TL: I think the negative public response Uber has received recently shows a shift in people’s values for a company’s social practices along with the product or service they provide. Now that companies can be evaluated by anyone with access to the Internet, and with younger generations being more in touch with social issues, it is so important for industry leaders to maintain good business practices to stay in their position and attract top talent. The struggle towards gender equality and diversity is especially difficult in the tech industry, which has been built on “bro culture,” which has deeper roots from society’s association of STEM fields with masculinity.

While the tech industry is a male-dominated field, there is no excuse for sexism in the workplace. Being an exclusive “boys club” already alienates women, and provides no room for diversity, which studies have shown to yield better figures and results for a company. Some ways companies can combat this bro culture is to establish a zero-tolerance policy to any form of sexual harassment or discrimination, set annual goals to work towards a more representative, diverse work force, provide a platform for feedback and discussions about gender biases. Working at Amazon opened my eyes to how male-dominated the tech industry is, but I had great mentors (both male and female) who supported me throughout my internship and ultimately provided me a great experience. Both Amazon and Microsoft provide smaller interest groups for their employees to provide input on where the company should focus its diversity efforts and to build an internal network though smaller communities and mentorship. While their numbers are far from where they should be, these are some honest efforts to try to improve them.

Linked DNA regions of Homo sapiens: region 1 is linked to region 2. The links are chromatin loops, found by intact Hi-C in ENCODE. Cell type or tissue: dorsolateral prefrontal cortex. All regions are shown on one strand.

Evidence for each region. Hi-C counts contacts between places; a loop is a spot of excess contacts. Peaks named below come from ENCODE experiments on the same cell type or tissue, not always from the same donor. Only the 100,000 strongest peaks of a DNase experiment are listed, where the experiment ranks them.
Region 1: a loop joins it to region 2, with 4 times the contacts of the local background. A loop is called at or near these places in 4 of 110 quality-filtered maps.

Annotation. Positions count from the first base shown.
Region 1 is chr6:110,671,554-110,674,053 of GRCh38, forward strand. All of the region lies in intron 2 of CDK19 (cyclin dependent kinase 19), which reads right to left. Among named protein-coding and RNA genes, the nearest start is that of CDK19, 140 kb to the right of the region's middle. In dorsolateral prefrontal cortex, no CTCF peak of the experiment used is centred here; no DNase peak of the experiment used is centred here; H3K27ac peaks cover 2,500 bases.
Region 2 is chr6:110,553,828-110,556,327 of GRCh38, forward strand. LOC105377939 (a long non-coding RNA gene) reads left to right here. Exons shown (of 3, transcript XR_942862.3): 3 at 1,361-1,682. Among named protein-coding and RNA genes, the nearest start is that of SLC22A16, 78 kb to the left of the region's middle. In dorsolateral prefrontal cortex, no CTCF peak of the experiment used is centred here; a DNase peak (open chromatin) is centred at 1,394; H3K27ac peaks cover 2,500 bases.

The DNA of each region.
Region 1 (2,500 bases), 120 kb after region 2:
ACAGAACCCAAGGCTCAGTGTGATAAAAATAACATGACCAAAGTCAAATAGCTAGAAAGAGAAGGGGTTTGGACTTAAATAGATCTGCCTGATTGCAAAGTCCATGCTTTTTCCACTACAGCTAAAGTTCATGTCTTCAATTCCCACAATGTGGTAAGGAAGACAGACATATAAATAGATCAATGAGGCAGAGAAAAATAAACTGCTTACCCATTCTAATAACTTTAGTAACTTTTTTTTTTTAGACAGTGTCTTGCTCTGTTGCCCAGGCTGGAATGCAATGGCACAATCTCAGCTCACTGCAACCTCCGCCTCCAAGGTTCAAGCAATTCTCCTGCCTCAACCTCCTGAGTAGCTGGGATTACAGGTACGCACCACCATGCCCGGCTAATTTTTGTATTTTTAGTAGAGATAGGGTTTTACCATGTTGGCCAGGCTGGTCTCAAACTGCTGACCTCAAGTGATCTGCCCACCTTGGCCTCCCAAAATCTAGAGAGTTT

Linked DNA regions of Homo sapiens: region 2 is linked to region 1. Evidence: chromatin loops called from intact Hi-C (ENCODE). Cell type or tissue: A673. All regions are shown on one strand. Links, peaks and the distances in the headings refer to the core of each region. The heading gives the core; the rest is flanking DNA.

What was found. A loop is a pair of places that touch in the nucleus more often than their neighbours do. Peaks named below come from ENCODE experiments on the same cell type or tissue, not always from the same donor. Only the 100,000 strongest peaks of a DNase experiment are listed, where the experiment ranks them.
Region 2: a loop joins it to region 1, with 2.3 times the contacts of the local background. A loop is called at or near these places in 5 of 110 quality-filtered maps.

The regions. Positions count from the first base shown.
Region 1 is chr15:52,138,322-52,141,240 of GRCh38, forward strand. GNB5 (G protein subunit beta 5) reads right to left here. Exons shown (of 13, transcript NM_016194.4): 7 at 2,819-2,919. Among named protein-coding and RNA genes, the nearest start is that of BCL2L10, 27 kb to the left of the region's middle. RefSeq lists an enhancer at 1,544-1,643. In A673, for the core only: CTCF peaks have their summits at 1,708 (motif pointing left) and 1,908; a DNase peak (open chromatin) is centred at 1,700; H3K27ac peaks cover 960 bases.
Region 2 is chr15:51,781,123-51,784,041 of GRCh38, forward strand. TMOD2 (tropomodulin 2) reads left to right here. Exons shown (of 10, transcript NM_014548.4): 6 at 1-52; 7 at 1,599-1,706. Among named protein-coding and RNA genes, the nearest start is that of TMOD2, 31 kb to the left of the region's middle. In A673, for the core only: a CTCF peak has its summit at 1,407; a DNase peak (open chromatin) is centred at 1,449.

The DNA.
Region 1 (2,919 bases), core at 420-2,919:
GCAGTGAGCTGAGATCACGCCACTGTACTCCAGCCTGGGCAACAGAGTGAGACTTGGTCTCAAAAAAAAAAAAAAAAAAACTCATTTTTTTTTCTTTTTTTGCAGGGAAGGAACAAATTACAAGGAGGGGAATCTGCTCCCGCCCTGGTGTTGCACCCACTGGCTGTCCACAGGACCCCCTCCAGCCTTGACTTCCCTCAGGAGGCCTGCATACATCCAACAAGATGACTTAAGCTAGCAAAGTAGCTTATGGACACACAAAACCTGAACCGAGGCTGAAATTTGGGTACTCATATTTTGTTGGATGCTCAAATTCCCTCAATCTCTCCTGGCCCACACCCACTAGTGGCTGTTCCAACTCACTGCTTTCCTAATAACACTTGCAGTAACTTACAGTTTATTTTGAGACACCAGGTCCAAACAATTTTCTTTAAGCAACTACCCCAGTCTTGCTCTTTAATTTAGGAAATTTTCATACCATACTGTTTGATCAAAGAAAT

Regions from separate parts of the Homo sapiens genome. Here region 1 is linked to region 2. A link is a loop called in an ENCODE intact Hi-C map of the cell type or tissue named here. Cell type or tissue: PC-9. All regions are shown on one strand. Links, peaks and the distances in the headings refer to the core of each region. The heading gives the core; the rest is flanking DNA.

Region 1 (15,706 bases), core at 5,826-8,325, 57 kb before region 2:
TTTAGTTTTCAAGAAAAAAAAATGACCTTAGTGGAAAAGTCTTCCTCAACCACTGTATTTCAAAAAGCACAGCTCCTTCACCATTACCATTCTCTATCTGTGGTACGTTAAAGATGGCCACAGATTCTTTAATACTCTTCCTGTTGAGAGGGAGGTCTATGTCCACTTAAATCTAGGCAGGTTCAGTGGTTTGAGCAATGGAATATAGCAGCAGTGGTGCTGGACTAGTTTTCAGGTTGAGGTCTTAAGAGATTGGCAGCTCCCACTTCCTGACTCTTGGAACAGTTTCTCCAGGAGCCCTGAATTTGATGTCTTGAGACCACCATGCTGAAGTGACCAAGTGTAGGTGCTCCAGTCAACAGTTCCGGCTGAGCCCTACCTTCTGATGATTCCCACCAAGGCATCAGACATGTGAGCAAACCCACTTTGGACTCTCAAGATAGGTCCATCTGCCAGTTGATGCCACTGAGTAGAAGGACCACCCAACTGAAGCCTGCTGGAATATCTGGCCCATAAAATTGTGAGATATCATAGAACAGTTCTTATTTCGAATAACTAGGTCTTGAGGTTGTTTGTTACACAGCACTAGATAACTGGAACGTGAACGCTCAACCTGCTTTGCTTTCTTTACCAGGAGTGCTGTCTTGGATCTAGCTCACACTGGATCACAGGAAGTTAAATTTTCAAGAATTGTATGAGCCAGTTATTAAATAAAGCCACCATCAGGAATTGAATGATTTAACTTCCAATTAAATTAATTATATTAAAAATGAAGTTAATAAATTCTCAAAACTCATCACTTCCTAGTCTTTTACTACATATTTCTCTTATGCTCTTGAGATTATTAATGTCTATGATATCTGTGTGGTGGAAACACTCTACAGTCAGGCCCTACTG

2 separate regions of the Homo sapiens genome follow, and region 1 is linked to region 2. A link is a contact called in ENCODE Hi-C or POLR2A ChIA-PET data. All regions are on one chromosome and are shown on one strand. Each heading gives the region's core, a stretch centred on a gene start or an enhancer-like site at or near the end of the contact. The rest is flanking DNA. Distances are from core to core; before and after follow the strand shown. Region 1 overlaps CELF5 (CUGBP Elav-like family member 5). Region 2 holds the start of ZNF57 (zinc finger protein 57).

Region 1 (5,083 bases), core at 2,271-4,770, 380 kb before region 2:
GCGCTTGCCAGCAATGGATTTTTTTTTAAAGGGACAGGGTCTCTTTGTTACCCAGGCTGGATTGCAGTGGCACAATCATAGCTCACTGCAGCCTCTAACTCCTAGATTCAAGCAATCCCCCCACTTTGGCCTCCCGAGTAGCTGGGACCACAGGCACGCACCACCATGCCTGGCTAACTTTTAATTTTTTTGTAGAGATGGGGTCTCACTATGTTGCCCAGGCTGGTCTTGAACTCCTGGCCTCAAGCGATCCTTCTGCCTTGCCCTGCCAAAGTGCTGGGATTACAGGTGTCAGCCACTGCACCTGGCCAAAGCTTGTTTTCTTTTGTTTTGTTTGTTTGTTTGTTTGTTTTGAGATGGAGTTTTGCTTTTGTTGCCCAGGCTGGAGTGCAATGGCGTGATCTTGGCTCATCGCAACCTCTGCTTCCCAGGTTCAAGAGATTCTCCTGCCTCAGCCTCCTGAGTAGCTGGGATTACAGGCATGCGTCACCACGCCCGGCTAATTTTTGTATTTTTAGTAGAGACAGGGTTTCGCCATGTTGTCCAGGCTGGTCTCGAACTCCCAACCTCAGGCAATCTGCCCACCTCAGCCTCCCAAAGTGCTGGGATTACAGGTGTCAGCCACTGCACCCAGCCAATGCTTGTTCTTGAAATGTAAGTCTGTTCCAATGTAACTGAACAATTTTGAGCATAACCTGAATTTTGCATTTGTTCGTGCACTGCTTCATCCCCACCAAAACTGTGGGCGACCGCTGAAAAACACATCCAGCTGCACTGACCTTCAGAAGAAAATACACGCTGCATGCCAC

Photo courtesy of Traci Lang.